As the Partnership Development Officer for Aberdeen, one of the core roles of my job is addressing youth-related antisocial behaviour.
This is an ongoing issue and has historically been dealt with by increasing police presence in affected areas.
However, what we often find is that when you tackle the problem in one area, it is only displaced to another.
So the question was, how do we solve the issue, which at its height in December 2020 resulted in more than 90 calls to police?
I looked at this from a public health perspective and took the approach to engage with young people, utilising youth workers from Aberdeen City Council.
We spoke with the manager at Tesco on the Lang Stracht, where there had been previous reports of youths gathering and causing issues.
Wifi and phone chargers
He was supportive of our approach by was keen to find out why the shop was an attractive option for young people to congregate.
The answer was simple – it was sheltered, had free wifi and phone charging points.
You and I might take wifi, electricity to charge a phone and the safety of being under cover in a stable home environment for granted.
What we as people don’t always consider is what home is like for a young person who feels safer on the street.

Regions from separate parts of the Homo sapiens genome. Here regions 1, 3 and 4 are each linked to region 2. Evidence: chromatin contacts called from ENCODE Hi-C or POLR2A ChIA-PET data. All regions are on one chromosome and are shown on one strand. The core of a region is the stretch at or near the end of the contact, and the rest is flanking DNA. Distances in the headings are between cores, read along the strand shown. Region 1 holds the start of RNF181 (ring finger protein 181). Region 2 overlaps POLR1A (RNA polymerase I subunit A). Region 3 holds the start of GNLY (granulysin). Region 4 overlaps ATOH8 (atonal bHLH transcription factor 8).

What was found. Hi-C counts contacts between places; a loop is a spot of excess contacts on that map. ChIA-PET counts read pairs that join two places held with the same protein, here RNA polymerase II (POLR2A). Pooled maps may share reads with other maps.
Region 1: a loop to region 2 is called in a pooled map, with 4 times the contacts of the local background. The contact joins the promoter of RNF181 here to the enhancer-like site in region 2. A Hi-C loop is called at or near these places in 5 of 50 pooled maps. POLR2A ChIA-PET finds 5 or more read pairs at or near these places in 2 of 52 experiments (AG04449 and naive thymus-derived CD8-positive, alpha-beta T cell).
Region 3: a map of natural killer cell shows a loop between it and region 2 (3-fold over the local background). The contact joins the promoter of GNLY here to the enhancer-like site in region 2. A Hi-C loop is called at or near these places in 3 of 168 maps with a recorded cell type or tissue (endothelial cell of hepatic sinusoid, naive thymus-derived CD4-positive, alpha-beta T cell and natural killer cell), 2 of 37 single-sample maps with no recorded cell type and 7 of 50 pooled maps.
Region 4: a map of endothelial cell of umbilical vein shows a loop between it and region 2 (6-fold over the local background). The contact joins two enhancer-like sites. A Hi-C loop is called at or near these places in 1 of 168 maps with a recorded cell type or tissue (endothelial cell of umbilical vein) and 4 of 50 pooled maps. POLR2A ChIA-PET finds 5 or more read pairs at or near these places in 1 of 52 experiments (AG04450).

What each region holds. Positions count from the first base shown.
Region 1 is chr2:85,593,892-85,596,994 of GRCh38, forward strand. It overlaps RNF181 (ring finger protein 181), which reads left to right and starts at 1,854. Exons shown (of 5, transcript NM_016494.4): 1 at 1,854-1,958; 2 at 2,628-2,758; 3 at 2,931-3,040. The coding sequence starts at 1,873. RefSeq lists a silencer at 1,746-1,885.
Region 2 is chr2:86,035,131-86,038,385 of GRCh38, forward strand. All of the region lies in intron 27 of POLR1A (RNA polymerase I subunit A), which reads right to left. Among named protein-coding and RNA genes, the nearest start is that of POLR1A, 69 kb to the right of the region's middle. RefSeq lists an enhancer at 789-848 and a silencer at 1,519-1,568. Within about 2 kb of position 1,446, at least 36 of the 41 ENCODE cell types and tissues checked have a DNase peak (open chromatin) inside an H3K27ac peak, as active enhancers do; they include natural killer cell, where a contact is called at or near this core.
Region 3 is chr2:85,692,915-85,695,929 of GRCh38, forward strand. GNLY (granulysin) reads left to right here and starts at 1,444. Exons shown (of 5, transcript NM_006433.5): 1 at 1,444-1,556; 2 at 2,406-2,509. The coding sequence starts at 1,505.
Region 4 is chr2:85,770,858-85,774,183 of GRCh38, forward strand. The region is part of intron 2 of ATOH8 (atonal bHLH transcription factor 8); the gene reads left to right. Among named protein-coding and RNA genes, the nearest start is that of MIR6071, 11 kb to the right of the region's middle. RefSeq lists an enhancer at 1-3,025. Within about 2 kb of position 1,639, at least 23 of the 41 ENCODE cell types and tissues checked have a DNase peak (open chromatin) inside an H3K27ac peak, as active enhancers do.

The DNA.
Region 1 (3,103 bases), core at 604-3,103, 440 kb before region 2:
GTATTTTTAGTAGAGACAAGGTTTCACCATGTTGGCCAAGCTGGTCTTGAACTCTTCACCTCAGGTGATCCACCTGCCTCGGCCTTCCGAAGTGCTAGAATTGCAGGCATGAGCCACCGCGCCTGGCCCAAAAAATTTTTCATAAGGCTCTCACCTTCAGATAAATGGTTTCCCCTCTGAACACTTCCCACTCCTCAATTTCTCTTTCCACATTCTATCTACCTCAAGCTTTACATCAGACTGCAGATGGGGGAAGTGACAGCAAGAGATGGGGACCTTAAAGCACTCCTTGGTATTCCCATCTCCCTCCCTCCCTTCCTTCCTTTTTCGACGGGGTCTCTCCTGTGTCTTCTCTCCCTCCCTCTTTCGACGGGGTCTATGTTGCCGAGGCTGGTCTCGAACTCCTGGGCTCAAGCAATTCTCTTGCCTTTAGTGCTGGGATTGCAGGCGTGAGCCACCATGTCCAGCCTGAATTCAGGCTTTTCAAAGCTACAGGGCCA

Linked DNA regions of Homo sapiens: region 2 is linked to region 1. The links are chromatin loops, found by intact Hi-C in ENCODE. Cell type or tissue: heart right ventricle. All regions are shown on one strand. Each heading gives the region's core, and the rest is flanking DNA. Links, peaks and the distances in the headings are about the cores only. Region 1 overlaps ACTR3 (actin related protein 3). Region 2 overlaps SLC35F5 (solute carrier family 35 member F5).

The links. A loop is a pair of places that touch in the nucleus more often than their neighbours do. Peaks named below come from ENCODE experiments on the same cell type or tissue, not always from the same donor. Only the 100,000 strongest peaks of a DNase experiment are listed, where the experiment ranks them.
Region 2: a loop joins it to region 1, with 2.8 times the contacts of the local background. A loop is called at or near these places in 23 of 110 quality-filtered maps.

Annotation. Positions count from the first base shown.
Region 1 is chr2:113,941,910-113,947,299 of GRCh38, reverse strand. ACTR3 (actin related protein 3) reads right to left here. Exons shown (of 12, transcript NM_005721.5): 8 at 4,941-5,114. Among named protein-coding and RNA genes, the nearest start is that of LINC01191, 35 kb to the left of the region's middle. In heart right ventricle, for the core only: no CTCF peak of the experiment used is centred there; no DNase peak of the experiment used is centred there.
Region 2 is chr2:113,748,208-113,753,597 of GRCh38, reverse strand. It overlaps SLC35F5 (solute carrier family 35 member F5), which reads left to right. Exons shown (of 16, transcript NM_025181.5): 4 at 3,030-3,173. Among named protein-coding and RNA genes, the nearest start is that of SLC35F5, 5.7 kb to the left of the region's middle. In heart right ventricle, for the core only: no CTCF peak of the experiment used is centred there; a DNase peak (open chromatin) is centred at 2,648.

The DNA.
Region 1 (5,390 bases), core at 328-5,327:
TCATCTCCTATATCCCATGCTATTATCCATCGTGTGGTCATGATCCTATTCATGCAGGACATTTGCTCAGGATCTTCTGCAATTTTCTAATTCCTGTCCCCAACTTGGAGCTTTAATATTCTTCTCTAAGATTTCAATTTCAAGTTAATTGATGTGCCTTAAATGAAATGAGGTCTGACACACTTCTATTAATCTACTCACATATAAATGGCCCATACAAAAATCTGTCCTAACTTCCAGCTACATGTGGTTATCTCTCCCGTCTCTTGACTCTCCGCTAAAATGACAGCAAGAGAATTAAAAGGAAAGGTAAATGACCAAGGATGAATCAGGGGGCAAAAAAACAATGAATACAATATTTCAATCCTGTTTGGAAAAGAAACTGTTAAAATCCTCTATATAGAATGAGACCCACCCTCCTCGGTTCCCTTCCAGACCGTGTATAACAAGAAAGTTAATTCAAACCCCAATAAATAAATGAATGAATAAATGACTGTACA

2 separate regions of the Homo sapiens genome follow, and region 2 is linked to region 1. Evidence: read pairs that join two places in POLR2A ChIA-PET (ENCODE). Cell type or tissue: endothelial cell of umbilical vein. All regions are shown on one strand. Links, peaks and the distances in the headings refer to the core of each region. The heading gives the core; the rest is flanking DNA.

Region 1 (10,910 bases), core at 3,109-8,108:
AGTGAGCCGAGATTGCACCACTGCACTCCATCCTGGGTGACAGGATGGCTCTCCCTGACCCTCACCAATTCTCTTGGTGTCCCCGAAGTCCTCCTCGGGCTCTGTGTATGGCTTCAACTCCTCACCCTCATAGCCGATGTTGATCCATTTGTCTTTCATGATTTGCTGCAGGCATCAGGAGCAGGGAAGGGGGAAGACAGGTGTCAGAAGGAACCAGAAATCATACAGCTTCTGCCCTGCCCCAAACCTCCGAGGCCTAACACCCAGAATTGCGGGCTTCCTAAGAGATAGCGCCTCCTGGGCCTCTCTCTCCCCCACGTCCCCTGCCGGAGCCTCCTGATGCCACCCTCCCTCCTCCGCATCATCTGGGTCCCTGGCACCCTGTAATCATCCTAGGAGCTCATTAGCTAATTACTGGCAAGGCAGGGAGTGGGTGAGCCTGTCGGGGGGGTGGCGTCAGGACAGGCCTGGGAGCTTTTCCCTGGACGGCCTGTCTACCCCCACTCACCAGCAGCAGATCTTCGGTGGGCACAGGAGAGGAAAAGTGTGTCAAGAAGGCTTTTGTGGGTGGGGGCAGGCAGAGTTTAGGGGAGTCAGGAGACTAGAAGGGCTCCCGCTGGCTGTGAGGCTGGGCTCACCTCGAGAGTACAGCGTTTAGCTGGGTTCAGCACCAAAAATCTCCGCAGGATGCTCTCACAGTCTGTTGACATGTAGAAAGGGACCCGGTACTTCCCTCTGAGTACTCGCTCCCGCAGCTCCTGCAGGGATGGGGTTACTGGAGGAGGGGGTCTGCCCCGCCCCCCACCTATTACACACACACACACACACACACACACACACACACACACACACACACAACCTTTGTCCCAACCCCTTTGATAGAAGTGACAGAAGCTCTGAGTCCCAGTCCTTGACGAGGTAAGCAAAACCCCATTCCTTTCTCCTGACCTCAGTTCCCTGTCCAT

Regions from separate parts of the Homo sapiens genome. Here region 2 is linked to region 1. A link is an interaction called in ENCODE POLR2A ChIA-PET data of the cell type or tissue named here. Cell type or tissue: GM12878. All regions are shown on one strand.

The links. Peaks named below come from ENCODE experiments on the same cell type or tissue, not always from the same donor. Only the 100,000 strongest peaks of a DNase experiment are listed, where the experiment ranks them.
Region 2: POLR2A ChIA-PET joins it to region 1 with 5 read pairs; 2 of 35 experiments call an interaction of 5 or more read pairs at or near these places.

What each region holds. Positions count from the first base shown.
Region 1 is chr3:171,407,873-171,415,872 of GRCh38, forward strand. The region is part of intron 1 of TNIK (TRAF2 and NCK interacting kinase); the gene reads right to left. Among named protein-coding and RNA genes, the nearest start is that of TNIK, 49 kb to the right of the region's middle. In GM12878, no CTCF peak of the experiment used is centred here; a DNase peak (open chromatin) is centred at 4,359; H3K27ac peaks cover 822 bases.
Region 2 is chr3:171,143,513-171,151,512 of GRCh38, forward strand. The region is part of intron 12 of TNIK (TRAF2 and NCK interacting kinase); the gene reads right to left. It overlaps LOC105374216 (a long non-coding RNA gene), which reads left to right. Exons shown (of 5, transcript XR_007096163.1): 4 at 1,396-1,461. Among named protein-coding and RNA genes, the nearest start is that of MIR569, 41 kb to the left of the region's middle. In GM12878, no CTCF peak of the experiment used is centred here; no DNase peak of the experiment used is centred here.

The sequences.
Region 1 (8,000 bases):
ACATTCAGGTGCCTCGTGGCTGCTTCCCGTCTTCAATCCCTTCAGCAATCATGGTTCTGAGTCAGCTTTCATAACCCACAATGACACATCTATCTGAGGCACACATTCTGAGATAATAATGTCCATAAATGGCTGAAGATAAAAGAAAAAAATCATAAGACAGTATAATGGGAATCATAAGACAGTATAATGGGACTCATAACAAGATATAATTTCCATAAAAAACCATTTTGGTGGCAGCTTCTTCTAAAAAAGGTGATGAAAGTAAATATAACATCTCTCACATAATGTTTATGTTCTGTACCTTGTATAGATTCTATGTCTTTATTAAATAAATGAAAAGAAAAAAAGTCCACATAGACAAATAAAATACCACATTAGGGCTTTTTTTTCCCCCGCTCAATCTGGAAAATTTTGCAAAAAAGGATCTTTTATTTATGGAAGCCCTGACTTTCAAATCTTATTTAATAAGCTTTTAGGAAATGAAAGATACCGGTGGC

Grants from the Fairer Aberdeen Fund and YouthLink Scotland allowed us to gift these young people their own space.
Alongside a professional street artist lessons were given to some and they painted the most wonderful mural which is well worth a visit.
Our approach gave the young people their own space and a sense of pride and that has been reflected in the outcomes.
Since the hub opened on May 27, there have been less than 10 calls to the store, the behaviour hasn’t just been displaced elsewhere in the community, five young people have gained Saltire Awards for volunteering work, one is going through the process of joining Street Sports as a volunteer and we’re looking to build on this success.
Our youth workers, Street Sports and AFCCT really are key to this as they build those trusting relationships and thereafter they can challenge behaviours and gain that change the young people need in order to reach positive destinations.
We’ve two young people on our steering committee, who are unwittingly learning how to use their leadership skills to a positive effect.
What a turnaround and all we did was listen, act and get the young people involved in designing their own solution.
As we continue to bring this community together; this group of young people hope to leave a lasting visual legacy by expanding their mural painting skills to other areas.
Although unimportant to the outcomes, the project has been nominated for the STAR awards within the local authority and the Chief Constable’s Excellence awards.
I think this is a testament to the innovative approach by the team and a nod towards a trauma-informed policing approach and a tremendous example of what can be done when partners come together.